Many people first heard the term ‘privacy by design’ after the EU adopted the General Data Protection Regulation (GDPR) in 2016. The seven foundational principles that make up this approach to systems engineering have, since their publication back in the mid-90s, been adopted worldwide and to varying degrees. Among developers and IT professionals, the concepts of privacy and Value Sensitive Design more generally have guided technological development for a while.
At no time has this been more important than now. Social media over-sharing. Online profiles to manage everything from your grocery shop to your doctors’ appointments. Contact tracing technology in the time of COVID. These all add to the vast amount of personal data users are encouraged or compelled to share to access even basic services. Privacy, it seems, is a paradox in the digital era.
Not so. For privacy-conscious users, there are a growing number of technologies available that protect their personal information and even function without the initial provision of such data. For privacy-conscious developers, there are a myriad of opportunities to improve existing applications - and even to build entirely new products.
In fact, we recently did just such a thing. Building our Ethical Tracer proof of concept app in 2020 allowed us to test out geofencing and obfuscation technology. It’s also worth noting that there is a sizeable overlap between privacy and security - a secure application protects users’ privacy.
Here’s how we design privacy-first apps at Lola Tech:
That last point might require some explanation: The type of data accessible to the user of a phone changes with whether the app this data is entered in is being actively used (in the foreground of the mobile device) or running in the background (of the device). In practice, this means we can hide sensitive data when the app is inactive, only showing it when the user has logged back. Or we can request re-authorisation when the user navigates back to the app after a certain period of time. Many banking apps use a very strict version of the latter method, immediately logging out users once they navigate away from the app. Say you want to transfer money but need to check the account number your friend has sent you via WhatsApp - you navigate to your chat exchange, but when you return to your banking app it has logged you out. While not very convenient, this does prevent you from leaving your banking app open, which could allow unauthorised access by someone who may have physical or virtual control over your phone at a later time.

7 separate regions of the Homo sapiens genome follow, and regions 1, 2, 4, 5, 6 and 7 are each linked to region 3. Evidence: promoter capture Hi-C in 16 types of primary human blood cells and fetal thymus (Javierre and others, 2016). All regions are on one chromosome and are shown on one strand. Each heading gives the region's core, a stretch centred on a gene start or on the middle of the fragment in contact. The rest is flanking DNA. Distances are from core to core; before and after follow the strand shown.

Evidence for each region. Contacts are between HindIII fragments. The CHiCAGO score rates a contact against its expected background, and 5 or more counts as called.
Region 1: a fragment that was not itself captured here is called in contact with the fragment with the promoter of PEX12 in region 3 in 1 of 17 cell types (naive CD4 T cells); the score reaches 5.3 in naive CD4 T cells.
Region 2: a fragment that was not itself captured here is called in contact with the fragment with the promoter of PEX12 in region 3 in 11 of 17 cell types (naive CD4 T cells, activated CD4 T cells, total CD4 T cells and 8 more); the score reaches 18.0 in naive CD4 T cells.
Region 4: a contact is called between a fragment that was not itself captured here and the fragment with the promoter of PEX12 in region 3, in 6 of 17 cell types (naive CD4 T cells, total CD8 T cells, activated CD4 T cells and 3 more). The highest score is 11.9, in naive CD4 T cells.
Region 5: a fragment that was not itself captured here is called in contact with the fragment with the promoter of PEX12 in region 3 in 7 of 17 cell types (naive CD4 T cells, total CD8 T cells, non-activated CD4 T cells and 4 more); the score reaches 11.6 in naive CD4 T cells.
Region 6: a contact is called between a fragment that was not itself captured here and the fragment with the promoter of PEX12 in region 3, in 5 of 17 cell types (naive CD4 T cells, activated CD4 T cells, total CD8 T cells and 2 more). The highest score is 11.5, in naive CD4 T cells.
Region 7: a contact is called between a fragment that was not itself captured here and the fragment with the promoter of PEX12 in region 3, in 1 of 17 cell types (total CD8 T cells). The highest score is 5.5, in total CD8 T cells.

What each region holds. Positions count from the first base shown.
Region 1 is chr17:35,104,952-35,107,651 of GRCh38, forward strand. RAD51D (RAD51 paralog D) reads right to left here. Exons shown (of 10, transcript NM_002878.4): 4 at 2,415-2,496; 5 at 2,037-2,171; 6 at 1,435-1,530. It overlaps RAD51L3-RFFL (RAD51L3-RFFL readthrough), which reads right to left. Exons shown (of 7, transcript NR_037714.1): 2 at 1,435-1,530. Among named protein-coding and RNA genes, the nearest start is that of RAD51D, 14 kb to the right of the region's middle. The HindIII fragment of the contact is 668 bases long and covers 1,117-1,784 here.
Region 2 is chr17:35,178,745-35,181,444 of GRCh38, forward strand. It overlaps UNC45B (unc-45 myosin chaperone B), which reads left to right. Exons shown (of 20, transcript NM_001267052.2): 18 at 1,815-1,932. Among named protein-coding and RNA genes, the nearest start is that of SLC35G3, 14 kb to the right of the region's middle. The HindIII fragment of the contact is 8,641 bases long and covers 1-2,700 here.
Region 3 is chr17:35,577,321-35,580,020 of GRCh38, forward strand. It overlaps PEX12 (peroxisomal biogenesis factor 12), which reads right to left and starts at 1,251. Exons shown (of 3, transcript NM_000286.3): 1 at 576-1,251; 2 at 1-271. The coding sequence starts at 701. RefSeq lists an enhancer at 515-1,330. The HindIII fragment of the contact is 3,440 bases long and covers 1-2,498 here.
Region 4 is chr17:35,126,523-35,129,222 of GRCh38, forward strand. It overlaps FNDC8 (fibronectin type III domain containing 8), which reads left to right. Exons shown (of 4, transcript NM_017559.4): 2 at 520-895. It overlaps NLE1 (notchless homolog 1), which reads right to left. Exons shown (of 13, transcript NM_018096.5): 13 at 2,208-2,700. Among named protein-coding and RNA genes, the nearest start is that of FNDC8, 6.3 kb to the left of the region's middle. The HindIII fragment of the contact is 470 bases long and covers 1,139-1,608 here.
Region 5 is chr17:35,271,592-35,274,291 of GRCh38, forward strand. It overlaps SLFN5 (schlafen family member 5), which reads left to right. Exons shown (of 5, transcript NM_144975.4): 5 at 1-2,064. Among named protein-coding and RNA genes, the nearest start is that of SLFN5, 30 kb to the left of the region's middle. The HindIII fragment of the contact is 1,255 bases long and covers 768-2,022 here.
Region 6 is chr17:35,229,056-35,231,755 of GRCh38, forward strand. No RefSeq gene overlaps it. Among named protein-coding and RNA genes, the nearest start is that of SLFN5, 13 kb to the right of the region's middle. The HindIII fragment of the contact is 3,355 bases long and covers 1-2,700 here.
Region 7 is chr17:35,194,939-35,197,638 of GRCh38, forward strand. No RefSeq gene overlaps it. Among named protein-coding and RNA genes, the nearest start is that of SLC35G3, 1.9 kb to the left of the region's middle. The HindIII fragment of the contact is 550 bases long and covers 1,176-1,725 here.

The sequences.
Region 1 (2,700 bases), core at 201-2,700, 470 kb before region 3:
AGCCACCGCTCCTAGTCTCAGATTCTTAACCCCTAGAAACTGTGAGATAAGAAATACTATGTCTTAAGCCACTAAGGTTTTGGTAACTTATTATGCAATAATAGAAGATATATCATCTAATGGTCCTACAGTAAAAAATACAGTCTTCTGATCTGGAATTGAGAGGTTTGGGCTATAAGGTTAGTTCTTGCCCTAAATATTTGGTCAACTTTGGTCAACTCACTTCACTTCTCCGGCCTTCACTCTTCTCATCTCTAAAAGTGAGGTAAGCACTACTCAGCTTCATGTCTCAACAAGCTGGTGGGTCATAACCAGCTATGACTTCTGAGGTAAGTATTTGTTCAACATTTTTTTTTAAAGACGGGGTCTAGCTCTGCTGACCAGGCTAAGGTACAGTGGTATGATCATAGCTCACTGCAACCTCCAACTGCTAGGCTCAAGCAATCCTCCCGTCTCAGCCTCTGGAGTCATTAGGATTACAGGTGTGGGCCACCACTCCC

We also follow MASVS-R (Mobile Application Security Verification Standard - Resiliency Against Reverse Engineering and Tampering) requirements for all this, which we have found to be the most exacting in the industry. In short, MASVS-R stipulates that:
Key to all this is a deep understanding of threats to data security and privacy and taking active measures to manage these risks. A good privacy-first app minimises risks to the user’s data by ingesting less personal data to begin with, and then manages the residual risk by having in-built safeguards in place.